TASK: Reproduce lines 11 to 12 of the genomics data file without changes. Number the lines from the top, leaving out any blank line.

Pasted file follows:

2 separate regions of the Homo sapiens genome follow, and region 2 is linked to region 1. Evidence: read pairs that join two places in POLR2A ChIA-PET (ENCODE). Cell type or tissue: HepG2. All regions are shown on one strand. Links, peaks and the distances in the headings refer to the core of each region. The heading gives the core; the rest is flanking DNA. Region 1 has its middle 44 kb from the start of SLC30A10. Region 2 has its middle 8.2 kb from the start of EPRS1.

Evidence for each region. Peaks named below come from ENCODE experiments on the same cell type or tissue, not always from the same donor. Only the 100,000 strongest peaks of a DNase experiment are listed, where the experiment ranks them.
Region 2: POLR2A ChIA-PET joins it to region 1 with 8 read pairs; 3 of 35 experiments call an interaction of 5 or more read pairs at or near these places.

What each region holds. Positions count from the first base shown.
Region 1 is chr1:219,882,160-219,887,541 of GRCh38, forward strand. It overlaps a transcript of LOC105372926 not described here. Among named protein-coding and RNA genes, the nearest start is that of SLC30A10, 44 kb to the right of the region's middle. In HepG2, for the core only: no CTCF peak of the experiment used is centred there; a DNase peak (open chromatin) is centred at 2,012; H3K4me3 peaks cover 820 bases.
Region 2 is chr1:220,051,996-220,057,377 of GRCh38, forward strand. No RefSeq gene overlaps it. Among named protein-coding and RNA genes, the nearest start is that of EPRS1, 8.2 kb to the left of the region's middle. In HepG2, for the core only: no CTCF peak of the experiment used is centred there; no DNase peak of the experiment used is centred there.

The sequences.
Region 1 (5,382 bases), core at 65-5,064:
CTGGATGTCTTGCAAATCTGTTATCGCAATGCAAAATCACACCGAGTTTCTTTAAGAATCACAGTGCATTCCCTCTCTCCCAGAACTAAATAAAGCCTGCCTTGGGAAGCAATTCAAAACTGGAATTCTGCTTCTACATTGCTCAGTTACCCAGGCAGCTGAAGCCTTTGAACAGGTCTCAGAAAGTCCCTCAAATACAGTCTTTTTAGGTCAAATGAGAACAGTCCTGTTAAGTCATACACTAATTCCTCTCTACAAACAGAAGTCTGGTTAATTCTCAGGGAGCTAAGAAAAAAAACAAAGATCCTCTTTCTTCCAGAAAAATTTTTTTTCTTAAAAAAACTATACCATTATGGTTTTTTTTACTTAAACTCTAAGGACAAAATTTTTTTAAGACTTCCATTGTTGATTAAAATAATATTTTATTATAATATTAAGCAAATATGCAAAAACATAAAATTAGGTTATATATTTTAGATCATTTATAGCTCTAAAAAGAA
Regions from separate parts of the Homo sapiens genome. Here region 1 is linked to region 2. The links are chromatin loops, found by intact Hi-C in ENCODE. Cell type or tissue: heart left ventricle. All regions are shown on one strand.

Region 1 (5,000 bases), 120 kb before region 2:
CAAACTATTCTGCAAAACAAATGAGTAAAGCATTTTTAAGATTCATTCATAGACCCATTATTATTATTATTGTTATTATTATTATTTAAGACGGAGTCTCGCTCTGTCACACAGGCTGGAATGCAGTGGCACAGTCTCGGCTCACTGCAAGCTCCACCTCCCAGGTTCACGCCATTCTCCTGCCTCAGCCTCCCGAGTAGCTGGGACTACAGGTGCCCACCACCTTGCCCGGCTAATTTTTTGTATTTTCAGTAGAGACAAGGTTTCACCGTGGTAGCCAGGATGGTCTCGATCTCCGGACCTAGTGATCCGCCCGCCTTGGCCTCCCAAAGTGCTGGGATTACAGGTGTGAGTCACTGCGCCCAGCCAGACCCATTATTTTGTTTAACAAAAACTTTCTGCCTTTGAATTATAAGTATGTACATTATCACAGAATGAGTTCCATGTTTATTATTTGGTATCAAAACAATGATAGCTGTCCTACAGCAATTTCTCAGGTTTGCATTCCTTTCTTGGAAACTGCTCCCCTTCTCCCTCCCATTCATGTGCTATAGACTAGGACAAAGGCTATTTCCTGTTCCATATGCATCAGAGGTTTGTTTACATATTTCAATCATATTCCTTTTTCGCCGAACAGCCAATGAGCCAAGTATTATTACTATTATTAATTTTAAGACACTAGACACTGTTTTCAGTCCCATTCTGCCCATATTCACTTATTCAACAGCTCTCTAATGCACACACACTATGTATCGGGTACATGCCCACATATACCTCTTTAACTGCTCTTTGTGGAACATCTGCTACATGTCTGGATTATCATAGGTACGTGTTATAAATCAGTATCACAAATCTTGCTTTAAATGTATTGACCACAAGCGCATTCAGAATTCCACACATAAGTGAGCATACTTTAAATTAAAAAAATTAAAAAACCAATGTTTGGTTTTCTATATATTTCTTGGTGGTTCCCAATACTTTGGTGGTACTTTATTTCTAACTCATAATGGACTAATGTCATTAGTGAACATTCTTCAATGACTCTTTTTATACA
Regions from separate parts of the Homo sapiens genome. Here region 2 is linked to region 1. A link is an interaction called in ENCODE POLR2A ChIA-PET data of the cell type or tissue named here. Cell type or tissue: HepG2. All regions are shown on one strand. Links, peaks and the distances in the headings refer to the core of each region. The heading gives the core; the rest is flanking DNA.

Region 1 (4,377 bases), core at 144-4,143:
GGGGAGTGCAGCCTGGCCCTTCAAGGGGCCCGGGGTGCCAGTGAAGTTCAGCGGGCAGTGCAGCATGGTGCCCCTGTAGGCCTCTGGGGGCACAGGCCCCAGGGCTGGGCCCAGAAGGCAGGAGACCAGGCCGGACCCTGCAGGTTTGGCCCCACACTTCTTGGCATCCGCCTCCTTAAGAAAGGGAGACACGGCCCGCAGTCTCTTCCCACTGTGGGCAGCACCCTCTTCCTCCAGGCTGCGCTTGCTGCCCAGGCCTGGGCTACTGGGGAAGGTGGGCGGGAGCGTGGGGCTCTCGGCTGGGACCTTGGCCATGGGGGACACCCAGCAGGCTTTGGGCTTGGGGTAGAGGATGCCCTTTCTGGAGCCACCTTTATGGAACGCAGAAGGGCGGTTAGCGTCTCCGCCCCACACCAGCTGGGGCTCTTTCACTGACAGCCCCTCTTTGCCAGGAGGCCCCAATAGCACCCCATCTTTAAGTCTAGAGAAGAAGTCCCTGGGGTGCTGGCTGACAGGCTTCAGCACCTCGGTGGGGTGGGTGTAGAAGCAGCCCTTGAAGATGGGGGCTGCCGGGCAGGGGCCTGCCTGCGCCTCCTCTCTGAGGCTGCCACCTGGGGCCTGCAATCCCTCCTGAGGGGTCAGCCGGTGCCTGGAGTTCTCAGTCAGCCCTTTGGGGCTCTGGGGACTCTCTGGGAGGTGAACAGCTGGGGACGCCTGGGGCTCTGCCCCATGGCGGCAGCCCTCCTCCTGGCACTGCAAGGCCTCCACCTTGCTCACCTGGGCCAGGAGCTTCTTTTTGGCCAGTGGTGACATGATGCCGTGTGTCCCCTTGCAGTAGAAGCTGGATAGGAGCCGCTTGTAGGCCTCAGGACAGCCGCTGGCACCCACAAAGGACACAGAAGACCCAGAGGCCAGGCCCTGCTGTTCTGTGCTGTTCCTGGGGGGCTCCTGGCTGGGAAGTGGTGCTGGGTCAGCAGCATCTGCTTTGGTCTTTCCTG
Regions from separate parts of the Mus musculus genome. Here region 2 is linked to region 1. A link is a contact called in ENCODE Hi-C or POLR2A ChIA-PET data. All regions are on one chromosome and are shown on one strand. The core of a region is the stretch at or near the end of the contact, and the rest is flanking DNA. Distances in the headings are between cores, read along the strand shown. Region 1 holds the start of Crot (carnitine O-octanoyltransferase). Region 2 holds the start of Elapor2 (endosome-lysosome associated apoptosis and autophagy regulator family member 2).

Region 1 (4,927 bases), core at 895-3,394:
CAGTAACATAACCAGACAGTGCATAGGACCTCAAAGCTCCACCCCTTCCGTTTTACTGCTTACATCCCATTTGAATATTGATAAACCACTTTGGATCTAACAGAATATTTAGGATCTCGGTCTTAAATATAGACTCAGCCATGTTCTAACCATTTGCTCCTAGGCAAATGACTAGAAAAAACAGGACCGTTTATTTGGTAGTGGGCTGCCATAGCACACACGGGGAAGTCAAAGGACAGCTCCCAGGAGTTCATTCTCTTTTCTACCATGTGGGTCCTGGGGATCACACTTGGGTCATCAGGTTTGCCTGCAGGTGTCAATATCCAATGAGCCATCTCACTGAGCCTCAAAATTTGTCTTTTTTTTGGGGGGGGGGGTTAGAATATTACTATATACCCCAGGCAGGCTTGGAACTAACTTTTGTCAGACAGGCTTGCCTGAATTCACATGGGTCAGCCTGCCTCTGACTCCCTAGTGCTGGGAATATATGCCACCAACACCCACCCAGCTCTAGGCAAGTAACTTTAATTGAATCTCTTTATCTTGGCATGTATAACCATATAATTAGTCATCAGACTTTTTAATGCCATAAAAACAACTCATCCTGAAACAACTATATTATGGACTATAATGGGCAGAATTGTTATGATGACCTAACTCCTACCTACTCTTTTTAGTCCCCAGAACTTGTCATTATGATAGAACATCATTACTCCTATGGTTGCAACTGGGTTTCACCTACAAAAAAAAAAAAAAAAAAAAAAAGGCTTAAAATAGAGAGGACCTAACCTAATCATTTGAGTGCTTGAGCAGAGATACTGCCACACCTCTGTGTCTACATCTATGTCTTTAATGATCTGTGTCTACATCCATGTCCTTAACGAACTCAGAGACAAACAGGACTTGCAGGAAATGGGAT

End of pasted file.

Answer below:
Region 1 (5,000 bases), 120 kb before region 2:
CAAACTATTCTGCAAAACAAATGAGTAAAGCATTTTTAAGATTCATTCATAGACCCATTATTATTATTATTGTTATTATTATTATTTAAGACGGAGTCTCGCTCTGTCACACAGGCTGGAATGCAGTGGCACAGTCTCGGCTCACTGCAAGCTCCACCTCCCAGGTTCACGCCATTCTCCTGCCTCAGCCTCCCGAGTAGCTGGGACTACAGGTGCCCACCACCTTGCCCGGCTAATTTTTTGTATTTTCAGTAGAGACAAGGTTTCACCGTGGTAGCCAGGATGGTCTCGATCTCCGGACCTAGTGATCCGCCCGCCTTGGCCTCCCAAAGTGCTGGGATTACAGGTGTGAGTCACTGCGCCCAGCCAGACCCATTATTTTGTTTAACAAAAACTTTCTGCCTTTGAATTATAAGTATGTACATTATCACAGAATGAGTTCCATGTTTATTATTTGGTATCAAAACAATGATAGCTGTCCTACAGCAATTTCTCAGGTTTGCATTCCTTTCTTGGAAACTGCTCCCCTTCTCCCTCCCATTCATGTGCTATAGACTAGGACAAAGGCTATTTCCTGTTCCATATGCATCAGAGGTTTGTTTACATATTTCAATCATATTCCTTTTTCGCCGAACAGCCAATGAGCCAAGTATTATTACTATTATTAATTTTAAGACACTAGACACTGTTTTCAGTCCCATTCTGCCCATATTCACTTATTCAACAGCTCTCTAATGCACACACACTATGTATCGGGTACATGCCCACATATACCTCTTTAACTGCTCTTTGTGGAACATCTGCTACATGTCTGGATTATCATAGGTACGTGTTATAAATCAGTATCACAAATCTTGCTTTAAATGTATTGACCACAAGCGCATTCAGAATTCCACACATAAGTGAGCATACTTTAAATTAAAAAAATTAAAAAACCAATGTTTGGTTTTCTATATATTTCTTGGTGGTTCCCAATACTTTGGTGGTACTTTATTTCTAACTCATAATGGACTAATGTCATTAGTGAACATTCTTCAATGACTCTTTTTATACA